Link to Owner Dr. Robert B. Pamplin Jr.



Prineville officials cite concerns for health and protection of water table

PHOTO COURTESY OF BOWMAN MUSEUM - Outhouses remained the main method of human waste disposal in Prineville well into the 20th century. They were outlawed in town in 1941.Prineville was a frontier town for many years. Even when it was incorporated in 1880, it did not have a sanitary ordinance in place. As the town began to grow, sanitary conditions became an issue.

Most residences relied on outhouses in the back yard or in the rear of places of business. Early photos of Prineville reveal many of the outhouses. Even though there were requirements that chemicals such as lye be used to keep the smell down, it became a problem during the hot months of summer, and flies swarmed though the community.

Prineville developed a water supply system as early as 1895, but it was not improved until about 1900. Water delivery did allow for some indoor plumbing, but there was not a sewer system to flush away waste materials. If an indoor toilet was used, it usually was discharged into a pit known as a cesspool in which a hole was dug and filled with rocks and covered with soil.

Outhouses remained the main method of human waste disposal, and human waste was deposited into pits dug under the outhouses which were not lined with any barrier. This allowed leaching directly into the shallow water table. The growth of Prineville demanded that a better system of sewage disposal be developed.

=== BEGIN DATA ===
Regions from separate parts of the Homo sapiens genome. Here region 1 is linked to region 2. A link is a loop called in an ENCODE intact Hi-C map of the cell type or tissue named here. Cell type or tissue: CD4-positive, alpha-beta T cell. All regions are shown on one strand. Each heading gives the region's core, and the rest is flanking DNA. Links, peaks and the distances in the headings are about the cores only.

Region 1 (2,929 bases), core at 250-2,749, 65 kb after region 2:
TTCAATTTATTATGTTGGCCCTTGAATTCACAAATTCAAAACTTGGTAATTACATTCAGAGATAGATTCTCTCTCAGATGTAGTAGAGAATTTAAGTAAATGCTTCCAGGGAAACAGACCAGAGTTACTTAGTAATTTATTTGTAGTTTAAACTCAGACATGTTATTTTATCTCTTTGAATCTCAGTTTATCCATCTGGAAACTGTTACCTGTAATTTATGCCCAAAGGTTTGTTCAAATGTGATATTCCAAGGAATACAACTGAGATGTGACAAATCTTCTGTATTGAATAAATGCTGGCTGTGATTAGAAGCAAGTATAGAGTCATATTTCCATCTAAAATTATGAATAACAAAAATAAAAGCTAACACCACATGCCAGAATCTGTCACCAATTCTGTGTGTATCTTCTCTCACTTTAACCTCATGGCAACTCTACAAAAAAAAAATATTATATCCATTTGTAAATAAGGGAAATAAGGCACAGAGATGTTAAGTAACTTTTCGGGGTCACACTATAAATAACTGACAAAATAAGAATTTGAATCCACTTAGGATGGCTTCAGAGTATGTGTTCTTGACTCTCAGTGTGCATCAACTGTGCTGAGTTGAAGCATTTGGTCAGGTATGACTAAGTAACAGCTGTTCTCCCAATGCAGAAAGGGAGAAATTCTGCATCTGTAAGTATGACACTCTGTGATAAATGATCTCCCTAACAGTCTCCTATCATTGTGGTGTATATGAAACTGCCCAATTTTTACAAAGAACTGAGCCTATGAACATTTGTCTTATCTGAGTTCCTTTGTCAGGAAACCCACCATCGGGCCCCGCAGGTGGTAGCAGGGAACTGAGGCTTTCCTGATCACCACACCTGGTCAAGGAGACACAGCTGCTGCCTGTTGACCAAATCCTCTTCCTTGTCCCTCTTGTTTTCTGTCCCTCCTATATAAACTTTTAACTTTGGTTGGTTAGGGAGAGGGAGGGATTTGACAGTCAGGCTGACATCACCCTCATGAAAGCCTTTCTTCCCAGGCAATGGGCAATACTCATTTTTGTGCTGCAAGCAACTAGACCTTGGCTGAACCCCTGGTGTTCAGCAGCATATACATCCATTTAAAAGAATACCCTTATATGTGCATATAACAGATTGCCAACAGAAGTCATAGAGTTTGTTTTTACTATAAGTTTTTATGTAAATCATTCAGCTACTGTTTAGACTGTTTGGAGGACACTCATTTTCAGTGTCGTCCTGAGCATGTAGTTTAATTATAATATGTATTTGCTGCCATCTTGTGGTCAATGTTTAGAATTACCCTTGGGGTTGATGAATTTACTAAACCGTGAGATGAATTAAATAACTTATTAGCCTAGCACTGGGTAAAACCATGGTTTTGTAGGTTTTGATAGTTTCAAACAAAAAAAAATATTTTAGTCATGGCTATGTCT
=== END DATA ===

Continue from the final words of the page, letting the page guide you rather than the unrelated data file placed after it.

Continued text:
As early as 1907, the city determined that some form of sewage treatment was needed. It was believed that sewage could be piped to a septic system and treated then discharged into the Crooked River. This primitive system was not adequate to fit the needs of a growing community as only a limited amount of sewage could be treated.

By 1930, the population of Prineville was just over 1,000 but nearly doubled by 1940. In the '30s, sewage lines were constructed, and a primitive treatment system established, but it was soon overwhelmed. This led the city to ban outdoor toilets and to plan for more adequate sewage system.

It was not until the early 1950s that a major sewer system was established with a more modern treatment plant. Most of the sewer system was in the downtown core. Outlying areas, such as The Heights and fringe areas on the outskirts of town, still utilized cesspools and later septic systems. It was not until the 1960s that a more complete sewer system was developed for most of Prineville.

You count on us to stay informed and we depend on you to fund our efforts. Quality local journalism takes time and money. Please support us to protect the future of community journalism.

Go to top
JSN Time 2 is designed by | powered by JSN Sun Framework